The search giant already offers end-to-end encryption in Google Drive and Google Meet as well as in Docs, Sheets and Slides, though it refers to this feature as client-side encryption. Now, Google is bringing this security feature to Gmail on the web but it will be made available to business and education customers first.
In a new post on the Google Workspace blog, the company explains that Google Workspace Enterprise Plus, Education Plus and Education Standard customers will be the first to get a chance to enable and try out end-to-end encryption in Gmail.
According to BleepingComputer, the feature will make it so that sensitive data contained within the body of an email as well as in any attachments can’t be decrypted by Google’s servers. However, it’s worth noting that an email’s subject line, timestamps and recipient list won’t be encrypted.
Gmail end-to-end encryption beta
As is often the case with new features, end-to-end encryption for Gmail on the web will launch in beta first before becoming generally available.
Eligible Google customers have until January 20, 2023 to apply for the beta and to do so, they will need to submit a Gmail CSE Beta Test Application that includes their email address, Project ID and test group domain.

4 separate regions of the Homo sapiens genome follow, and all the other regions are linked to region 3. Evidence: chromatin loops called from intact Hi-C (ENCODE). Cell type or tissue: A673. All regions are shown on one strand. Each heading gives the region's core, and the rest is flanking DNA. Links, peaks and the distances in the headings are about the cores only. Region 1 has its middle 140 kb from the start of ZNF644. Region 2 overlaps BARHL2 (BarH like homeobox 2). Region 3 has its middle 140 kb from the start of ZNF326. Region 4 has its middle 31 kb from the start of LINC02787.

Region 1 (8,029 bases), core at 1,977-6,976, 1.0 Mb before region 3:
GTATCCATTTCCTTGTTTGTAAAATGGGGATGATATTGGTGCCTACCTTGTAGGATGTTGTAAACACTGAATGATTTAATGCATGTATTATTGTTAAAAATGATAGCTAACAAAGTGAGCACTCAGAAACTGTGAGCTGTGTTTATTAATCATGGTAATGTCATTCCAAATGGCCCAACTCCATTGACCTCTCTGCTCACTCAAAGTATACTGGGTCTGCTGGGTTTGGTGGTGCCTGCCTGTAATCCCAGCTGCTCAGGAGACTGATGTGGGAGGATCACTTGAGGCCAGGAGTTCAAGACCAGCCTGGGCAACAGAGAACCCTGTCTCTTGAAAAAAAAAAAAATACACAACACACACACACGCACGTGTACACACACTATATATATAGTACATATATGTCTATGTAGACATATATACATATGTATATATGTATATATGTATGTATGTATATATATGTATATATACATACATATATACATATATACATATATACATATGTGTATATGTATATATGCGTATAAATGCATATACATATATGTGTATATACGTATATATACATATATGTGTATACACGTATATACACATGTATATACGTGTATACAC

Since this feature is aimed at business and education users, their organizations will likely be the ones filling out this information and applying for the beta. Still, you could mention that end-to-end encryption in Gmail on the web is something you’re interested in to your IT department if you frequently discuss sensitive topics over email.
How to use end-to-end encryption in Gmail
Once accepted into Google’s end-to-end encryption beta test for Gmail, your Google Workspace admin will need to follow these steps to enable the feature. Even then, the feature will be disabled by default but it can be turned on by going to Admin console > Security > Access and data control > Client-side encryption.
From here, you’ll be able to toggle end-to-end encryption on for any email by clicking the lock icon next to the recipients field in Gmail and clicking “Turn on” under the “Additional encryption” option. Writing and sending emails will be the same as you’re used to in Gmail but now they’ll have an extra layer of security.
Although end-to-end encryption in Gmail on the web will only be available for Google’s paid business and education customers, the feature could eventually roll out to personal Gmail accounts in the future.
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Anthony Spadafora is the security and networking editor at Tom’s Guide where he covers everything from data breaches and ransomware gangs to password managers and the best way to cover your whole home or business with Wi-Fi. Before joining the team, he wrote for ITProPortal while living in Korea and later for TechRadar Pro after moving back to the US. Based in Houston, Texas, when he’s not writing Anthony can be found tinkering with PCs and game consoles, managing cables and upgrading his smart home.